# 1 Purpose

This vignette is used to introduce futility and itâ€™s two versions: binding and non-binding.

# 2 Futility boundaries

In a sequential meta-analysis it is possible to stop early based on evidence for benefit of treatment or harm of treatment. But it might also be of interest to stop the sequential meta-analysis early for evidence of futility; when the probability of rejecting the null hypothesis is sufficiently low [1]. Futility boundaries are computed in RTSA to be able to stop a sequential meta-analysis for futility.

The futility boundaries in RTSA allows to stop for futility while not compromising the control of type-I-errors. There are two kinds of futility boundaries to choose from: binding and non-binding futility boundaries [2]. We will in this section introduce these two kinds of futility boundaries. After the introduction will we compare the two. The original TSA software only included non-binding futility boundaries [3].

## 2.1 Binding futility

We provide two examples of binding futility before explaining what is means to have binding futility in detail. See Figure 1 for one- and two-sided designs with no futility or with binding futility.

``````library(RTSA)
bound_none <- boundaries(timing = c(0.5,0.75, 1), alpha  = 0.025, beta = 0.1,
side = 1, futility = "none", es_alpha = "esOF")
bound_bind <- boundaries(timing = c(0.5,0.75, 1), alpha  = 0.025, beta = 0.1,
side = 1, futility = "binding", es_alpha = "esOF",
es_beta = "esOF")
bound_none2 <- boundaries(timing = c(0.5,0.75, 1), alpha  = 0.05, beta = 0.1,
side = 2, futility = "none", es_alpha = "esOF")
bound_bind2 <- boundaries(timing = c(0.5,0.75, 1), alpha  = 0.05, beta = 0.1,
side = 2, futility = "binding", es_alpha = "esOF",
es_beta = "esOF")``````
``````##
## Attaching package: 'gridExtra'``````
``````## The following object is masked from 'package:dplyr':
##
##     combine``````

To control for type-I-errors, it is assumed that one will stop the sequential meta-analysis if any of the alpha boundaries are crossed. When using binding futility boundaries, it will also be assumed that the meta-analysis stops when entering the futility area. If the meta-analysis does not stop when reaching the futility area but continues will the hypothesis testing of the null hypothesis be too optimistic (more than the set level of type-I-error). In the examples above, we have a too optimistic test. We can see this based on the boundaries printed below. The first print is the one-sided test with no futility. Here the boundaries are larger than 1.96 due to the multiple testing.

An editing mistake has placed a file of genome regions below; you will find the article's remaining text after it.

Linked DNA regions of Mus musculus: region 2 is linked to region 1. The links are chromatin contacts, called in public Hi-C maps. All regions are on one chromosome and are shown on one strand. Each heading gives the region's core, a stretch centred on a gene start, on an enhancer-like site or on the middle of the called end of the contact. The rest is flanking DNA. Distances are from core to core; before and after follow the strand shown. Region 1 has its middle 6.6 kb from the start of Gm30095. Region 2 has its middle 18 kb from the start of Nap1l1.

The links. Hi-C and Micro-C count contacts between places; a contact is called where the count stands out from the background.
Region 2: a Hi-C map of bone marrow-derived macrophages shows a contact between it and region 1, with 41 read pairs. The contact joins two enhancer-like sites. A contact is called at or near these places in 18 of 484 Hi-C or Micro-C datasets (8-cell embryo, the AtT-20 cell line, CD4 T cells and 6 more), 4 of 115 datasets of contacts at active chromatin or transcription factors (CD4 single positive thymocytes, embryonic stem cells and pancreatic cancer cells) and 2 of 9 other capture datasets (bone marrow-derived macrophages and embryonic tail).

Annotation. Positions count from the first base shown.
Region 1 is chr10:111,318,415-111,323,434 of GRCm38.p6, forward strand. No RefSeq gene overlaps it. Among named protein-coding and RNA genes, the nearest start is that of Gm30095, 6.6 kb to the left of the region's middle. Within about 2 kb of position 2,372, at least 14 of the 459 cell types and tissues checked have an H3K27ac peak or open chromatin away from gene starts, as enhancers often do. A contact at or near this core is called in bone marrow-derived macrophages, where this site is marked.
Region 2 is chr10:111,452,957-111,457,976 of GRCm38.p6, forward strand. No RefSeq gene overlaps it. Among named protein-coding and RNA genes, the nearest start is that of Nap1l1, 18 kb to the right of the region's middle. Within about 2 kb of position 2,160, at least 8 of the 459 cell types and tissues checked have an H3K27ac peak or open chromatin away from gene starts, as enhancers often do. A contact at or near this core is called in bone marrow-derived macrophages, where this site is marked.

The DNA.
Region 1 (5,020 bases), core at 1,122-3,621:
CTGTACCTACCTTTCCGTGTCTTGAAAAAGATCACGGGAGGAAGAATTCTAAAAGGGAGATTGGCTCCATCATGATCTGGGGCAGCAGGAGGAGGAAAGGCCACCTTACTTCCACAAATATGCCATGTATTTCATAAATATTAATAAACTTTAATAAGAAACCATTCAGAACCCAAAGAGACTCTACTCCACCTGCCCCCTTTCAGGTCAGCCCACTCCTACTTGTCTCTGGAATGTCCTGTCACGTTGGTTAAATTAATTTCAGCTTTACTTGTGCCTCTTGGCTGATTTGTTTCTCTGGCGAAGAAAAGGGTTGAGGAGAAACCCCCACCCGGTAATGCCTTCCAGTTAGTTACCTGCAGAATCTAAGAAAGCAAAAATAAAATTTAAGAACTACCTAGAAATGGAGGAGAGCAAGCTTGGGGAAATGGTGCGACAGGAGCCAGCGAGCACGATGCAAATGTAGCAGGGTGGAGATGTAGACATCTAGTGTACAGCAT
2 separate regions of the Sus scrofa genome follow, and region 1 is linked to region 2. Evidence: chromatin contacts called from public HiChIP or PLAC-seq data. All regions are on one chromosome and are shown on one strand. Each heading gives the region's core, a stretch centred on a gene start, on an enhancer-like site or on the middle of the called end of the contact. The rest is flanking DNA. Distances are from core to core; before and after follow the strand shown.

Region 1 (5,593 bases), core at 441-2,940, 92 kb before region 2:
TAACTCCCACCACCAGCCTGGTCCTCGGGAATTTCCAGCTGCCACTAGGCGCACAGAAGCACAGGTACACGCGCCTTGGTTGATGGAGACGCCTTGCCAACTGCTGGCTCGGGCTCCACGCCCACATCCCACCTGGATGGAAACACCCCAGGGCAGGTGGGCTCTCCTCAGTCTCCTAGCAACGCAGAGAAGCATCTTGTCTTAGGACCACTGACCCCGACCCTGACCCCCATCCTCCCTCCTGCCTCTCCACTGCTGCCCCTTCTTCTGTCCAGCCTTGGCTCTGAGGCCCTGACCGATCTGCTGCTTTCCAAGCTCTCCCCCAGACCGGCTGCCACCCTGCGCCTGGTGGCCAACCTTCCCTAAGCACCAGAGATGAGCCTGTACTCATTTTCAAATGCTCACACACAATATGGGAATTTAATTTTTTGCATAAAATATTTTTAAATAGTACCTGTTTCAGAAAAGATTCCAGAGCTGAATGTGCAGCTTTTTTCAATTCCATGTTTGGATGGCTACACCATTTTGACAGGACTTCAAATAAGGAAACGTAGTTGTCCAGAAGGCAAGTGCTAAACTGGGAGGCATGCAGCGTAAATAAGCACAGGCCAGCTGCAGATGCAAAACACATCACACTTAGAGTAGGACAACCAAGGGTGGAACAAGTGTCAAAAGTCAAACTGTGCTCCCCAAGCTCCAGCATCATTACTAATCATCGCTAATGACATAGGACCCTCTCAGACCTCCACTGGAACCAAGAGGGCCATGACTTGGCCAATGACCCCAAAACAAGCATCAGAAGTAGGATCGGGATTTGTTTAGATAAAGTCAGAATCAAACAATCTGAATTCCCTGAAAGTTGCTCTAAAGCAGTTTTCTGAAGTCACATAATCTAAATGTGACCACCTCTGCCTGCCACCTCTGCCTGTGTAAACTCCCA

``bound_none``
``````## Boundaries for a 1-sided design with a type-I-error of 0.025 and type-II-error of 0.1.
## Futility is set to: none. Alpha-spending function: esOF.
## Beta-spending function: .
##
## Timing and boundaries:
##  SMA_Timing Upper
##       0.509 2.963
##       0.764 2.359
##       1.018 2.014``````

The boundaries of our design with the binding futility will however have some boundaries less than 1.96. It is not true for all designs with binding futility to have boundaries below 1.96. The boundaries depends on the choice of spending function and timing of the interim analyses. But the example here shows that under binding futility we can encounter a boundary less than 1.96 (here 1.93). The reason is that if we have binding futility, the chance of a type-I-error becomes smaller as we will stop for futility. If the null hypothesis is true, the futility boundaries will catch it with a specific probability and hence reducing the risk of a false-positive, a type-I-error. This affects the boundaries as shown below.

``bound_bind``
``````## Boundaries for a 1-sided design with a type-I-error of 0.025 and type-II-error of 0.1.
## Futility is set to: binding. Alpha-spending function: esOF.
## Beta-spending function: esOF.
##
## Timing and boundaries:
##  SMA_Timing Upper FutLower
##       0.527 2.963    0.299
##       0.790 2.359    1.251
##       1.053 1.963    1.963``````

So in this specific design, if we continue the meta-analysis without respecting the futility stopping boundaries, we will on average have a type-I-error larger than 5%. This means that scenarios should as the one on the left plot in Figure 2 must not occur under binding futility if one wants to state that the type-I-error is controlled.

## 2.2 Non-binding futility

To allow for crossing of the futility boundary without deciding to stop and also without compromising the type-I-error, one can use non-binding futility boundaries. We look into two none-binding designs:

``````bound_nbind <- boundaries(timing = c(0.5,0.75, 1), alpha  = 0.025, beta = 0.1,
side = 1, futility = "non-binding", es_alpha = "esOF",
es_beta = "esOF")
bound_nbind2 <- boundaries(timing = c(0.5,0.75, 1), alpha  = 0.05, beta = 0.1,
side = 2, futility = "non-binding", es_alpha = "esOF",
es_beta = "esOF")``````

The boundaries are shown on Figure 3.